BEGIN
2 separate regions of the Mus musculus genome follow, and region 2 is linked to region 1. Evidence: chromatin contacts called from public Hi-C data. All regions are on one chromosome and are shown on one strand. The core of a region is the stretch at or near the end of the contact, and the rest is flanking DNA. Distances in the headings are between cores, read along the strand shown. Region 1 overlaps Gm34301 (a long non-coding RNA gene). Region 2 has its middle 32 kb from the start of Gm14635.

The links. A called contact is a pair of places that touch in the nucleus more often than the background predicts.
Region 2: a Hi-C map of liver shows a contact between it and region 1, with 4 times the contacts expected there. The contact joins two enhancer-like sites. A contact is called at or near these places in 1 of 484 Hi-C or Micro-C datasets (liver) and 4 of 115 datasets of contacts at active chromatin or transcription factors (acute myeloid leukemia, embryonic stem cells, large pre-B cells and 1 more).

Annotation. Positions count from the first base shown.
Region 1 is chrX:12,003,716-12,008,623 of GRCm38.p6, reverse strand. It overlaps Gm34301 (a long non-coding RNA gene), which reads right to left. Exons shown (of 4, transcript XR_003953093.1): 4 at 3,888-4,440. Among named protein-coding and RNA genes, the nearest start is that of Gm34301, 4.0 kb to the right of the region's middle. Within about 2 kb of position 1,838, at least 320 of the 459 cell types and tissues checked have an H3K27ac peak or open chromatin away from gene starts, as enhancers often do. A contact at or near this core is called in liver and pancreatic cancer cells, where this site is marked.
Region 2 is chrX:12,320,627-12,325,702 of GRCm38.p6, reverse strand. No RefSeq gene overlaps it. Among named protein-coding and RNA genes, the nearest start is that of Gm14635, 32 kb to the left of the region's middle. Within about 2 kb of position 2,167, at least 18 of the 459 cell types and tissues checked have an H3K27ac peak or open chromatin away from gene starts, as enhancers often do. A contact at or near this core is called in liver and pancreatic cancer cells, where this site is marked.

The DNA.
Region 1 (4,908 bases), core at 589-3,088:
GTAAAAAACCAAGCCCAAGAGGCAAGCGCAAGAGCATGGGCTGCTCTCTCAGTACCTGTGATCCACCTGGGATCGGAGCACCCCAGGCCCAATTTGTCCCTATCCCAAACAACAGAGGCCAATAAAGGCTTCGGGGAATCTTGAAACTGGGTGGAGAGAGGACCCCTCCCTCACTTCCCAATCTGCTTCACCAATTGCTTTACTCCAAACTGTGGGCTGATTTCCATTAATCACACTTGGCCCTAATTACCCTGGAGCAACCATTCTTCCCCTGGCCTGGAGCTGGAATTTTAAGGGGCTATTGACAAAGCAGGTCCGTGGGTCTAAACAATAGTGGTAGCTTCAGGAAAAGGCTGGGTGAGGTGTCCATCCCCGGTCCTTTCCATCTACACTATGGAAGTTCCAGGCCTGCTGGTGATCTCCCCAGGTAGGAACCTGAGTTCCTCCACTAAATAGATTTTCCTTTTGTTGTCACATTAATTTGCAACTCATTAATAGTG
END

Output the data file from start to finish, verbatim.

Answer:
2 separate regions of the Mus musculus genome follow, and region 2 is linked to region 1. Evidence: chromatin contacts called from public Hi-C data. All regions are on one chromosome and are shown on one strand. The core of a region is the stretch at or near the end of the contact, and the rest is flanking DNA. Distances in the headings are between cores, read along the strand shown. Region 1 overlaps Gm34301 (a long non-coding RNA gene). Region 2 has its middle 32 kb from the start of Gm14635.

The links. A called contact is a pair of places that touch in the nucleus more often than the background predicts.
Region 2: a Hi-C map of liver shows a contact between it and region 1, with 4 times the contacts expected there. The contact joins two enhancer-like sites. A contact is called at or near these places in 1 of 484 Hi-C or Micro-C datasets (liver) and 4 of 115 datasets of contacts at active chromatin or transcription factors (acute myeloid leukemia, embryonic stem cells, large pre-B cells and 1 more).

Annotation. Positions count from the first base shown.
Region 1 is chrX:12,003,716-12,008,623 of GRCm38.p6, reverse strand. It overlaps Gm34301 (a long non-coding RNA gene), which reads right to left. Exons shown (of 4, transcript XR_003953093.1): 4 at 3,888-4,440. Among named protein-coding and RNA genes, the nearest start is that of Gm34301, 4.0 kb to the right of the region's middle. Within about 2 kb of position 1,838, at least 320 of the 459 cell types and tissues checked have an H3K27ac peak or open chromatin away from gene starts, as enhancers often do. A contact at or near this core is called in liver and pancreatic cancer cells, where this site is marked.
Region 2 is chrX:12,320,627-12,325,702 of GRCm38.p6, reverse strand. No RefSeq gene overlaps it. Among named protein-coding and RNA genes, the nearest start is that of Gm14635, 32 kb to the left of the region's middle. Within about 2 kb of position 2,167, at least 18 of the 459 cell types and tissues checked have an H3K27ac peak or open chromatin away from gene starts, as enhancers often do. A contact at or near this core is called in liver and pancreatic cancer cells, where this site is marked.

The DNA.
Region 1 (4,908 bases), core at 589-3,088:
GTAAAAAACCAAGCCCAAGAGGCAAGCGCAAGAGCATGGGCTGCTCTCTCAGTACCTGTGATCCACCTGGGATCGGAGCACCCCAGGCCCAATTTGTCCCTATCCCAAACAACAGAGGCCAATAAAGGCTTCGGGGAATCTTGAAACTGGGTGGAGAGAGGACCCCTCCCTCACTTCCCAATCTGCTTCACCAATTGCTTTACTCCAAACTGTGGGCTGATTTCCATTAATCACACTTGGCCCTAATTACCCTGGAGCAACCATTCTTCCCCTGGCCTGGAGCTGGAATTTTAAGGGGCTATTGACAAAGCAGGTCCGTGGGTCTAAACAATAGTGGTAGCTTCAGGAAAAGGCTGGGTGAGGTGTCCATCCCCGGTCCTTTCCATCTACACTATGGAAGTTCCAGGCCTGCTGGTGATCTCCCCAGGTAGGAACCTGAGTTCCTCCACTAAATAGATTTTCCTTTTGTTGTCACATTAATTTGCAACTCATTAATAGTG